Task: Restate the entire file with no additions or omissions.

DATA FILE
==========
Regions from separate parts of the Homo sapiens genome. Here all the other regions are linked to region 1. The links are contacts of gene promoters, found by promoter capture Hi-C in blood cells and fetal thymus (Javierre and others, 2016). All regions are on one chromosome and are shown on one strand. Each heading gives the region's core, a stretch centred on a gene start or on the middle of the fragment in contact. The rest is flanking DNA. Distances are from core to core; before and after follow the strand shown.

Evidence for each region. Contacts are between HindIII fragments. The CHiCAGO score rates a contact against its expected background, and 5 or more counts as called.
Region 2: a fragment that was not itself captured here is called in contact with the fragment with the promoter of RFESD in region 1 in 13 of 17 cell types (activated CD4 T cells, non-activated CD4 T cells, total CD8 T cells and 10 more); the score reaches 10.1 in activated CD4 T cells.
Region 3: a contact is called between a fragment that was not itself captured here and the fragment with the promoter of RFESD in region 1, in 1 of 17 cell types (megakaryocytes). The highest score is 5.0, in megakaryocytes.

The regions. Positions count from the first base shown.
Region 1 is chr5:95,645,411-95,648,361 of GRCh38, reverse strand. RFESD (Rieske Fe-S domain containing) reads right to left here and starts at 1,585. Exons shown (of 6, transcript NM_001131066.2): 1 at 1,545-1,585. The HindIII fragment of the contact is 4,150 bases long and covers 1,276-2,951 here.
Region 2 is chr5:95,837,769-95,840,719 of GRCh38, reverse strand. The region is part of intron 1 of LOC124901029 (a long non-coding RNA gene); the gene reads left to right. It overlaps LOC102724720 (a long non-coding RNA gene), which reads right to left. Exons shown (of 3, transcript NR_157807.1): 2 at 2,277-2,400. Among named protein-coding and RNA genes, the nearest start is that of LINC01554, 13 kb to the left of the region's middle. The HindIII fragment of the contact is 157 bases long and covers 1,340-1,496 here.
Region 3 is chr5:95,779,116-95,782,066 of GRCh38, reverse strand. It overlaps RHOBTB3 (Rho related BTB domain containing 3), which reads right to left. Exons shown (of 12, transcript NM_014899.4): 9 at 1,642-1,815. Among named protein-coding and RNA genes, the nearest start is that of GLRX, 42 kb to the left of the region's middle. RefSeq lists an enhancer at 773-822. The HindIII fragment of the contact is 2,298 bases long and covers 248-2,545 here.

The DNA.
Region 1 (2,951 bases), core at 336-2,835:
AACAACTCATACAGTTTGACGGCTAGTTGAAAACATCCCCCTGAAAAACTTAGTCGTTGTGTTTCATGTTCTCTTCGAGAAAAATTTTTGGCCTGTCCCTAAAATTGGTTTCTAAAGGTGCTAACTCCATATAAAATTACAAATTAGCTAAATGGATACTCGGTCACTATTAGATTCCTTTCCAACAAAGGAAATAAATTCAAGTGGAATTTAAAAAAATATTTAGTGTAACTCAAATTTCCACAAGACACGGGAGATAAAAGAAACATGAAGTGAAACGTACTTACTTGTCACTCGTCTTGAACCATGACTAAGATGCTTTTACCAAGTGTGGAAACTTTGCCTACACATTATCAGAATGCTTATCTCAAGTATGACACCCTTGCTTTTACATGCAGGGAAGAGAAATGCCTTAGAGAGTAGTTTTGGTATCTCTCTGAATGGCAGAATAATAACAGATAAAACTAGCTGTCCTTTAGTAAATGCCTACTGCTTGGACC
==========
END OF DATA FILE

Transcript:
Regions from separate parts of the Homo sapiens genome. Here all the other regions are linked to region 1. The links are contacts of gene promoters, found by promoter capture Hi-C in blood cells and fetal thymus (Javierre and others, 2016). All regions are on one chromosome and are shown on one strand. Each heading gives the region's core, a stretch centred on a gene start or on the middle of the fragment in contact. The rest is flanking DNA. Distances are from core to core; before and after follow the strand shown.

Evidence for each region. Contacts are between HindIII fragments. The CHiCAGO score rates a contact against its expected background, and 5 or more counts as called.
Region 2: a fragment that was not itself captured here is called in contact with the fragment with the promoter of RFESD in region 1 in 13 of 17 cell types (activated CD4 T cells, non-activated CD4 T cells, total CD8 T cells and 10 more); the score reaches 10.1 in activated CD4 T cells.
Region 3: a contact is called between a fragment that was not itself captured here and the fragment with the promoter of RFESD in region 1, in 1 of 17 cell types (megakaryocytes). The highest score is 5.0, in megakaryocytes.

The regions. Positions count from the first base shown.
Region 1 is chr5:95,645,411-95,648,361 of GRCh38, reverse strand. RFESD (Rieske Fe-S domain containing) reads right to left here and starts at 1,585. Exons shown (of 6, transcript NM_001131066.2): 1 at 1,545-1,585. The HindIII fragment of the contact is 4,150 bases long and covers 1,276-2,951 here.
Region 2 is chr5:95,837,769-95,840,719 of GRCh38, reverse strand. The region is part of intron 1 of LOC124901029 (a long non-coding RNA gene); the gene reads left to right. It overlaps LOC102724720 (a long non-coding RNA gene), which reads right to left. Exons shown (of 3, transcript NR_157807.1): 2 at 2,277-2,400. Among named protein-coding and RNA genes, the nearest start is that of LINC01554, 13 kb to the left of the region's middle. The HindIII fragment of the contact is 157 bases long and covers 1,340-1,496 here.
Region 3 is chr5:95,779,116-95,782,066 of GRCh38, reverse strand. It overlaps RHOBTB3 (Rho related BTB domain containing 3), which reads right to left. Exons shown (of 12, transcript NM_014899.4): 9 at 1,642-1,815. Among named protein-coding and RNA genes, the nearest start is that of GLRX, 42 kb to the left of the region's middle. RefSeq lists an enhancer at 773-822. The HindIII fragment of the contact is 2,298 bases long and covers 248-2,545 here.

The DNA.
Region 1 (2,951 bases), core at 336-2,835:
AACAACTCATACAGTTTGACGGCTAGTTGAAAACATCCCCCTGAAAAACTTAGTCGTTGTGTTTCATGTTCTCTTCGAGAAAAATTTTTGGCCTGTCCCTAAAATTGGTTTCTAAAGGTGCTAACTCCATATAAAATTACAAATTAGCTAAATGGATACTCGGTCACTATTAGATTCCTTTCCAACAAAGGAAATAAATTCAAGTGGAATTTAAAAAAATATTTAGTGTAACTCAAATTTCCACAAGACACGGGAGATAAAAGAAACATGAAGTGAAACGTACTTACTTGTCACTCGTCTTGAACCATGACTAAGATGCTTTTACCAAGTGTGGAAACTTTGCCTACACATTATCAGAATGCTTATCTCAAGTATGACACCCTTGCTTTTACATGCAGGGAAGAGAAATGCCTTAGAGAGTAGTTTTGGTATCTCTCTGAATGGCAGAATAATAACAGATAAAACTAGCTGTCCTTTAGTAAATGCCTACTGCTTGGACC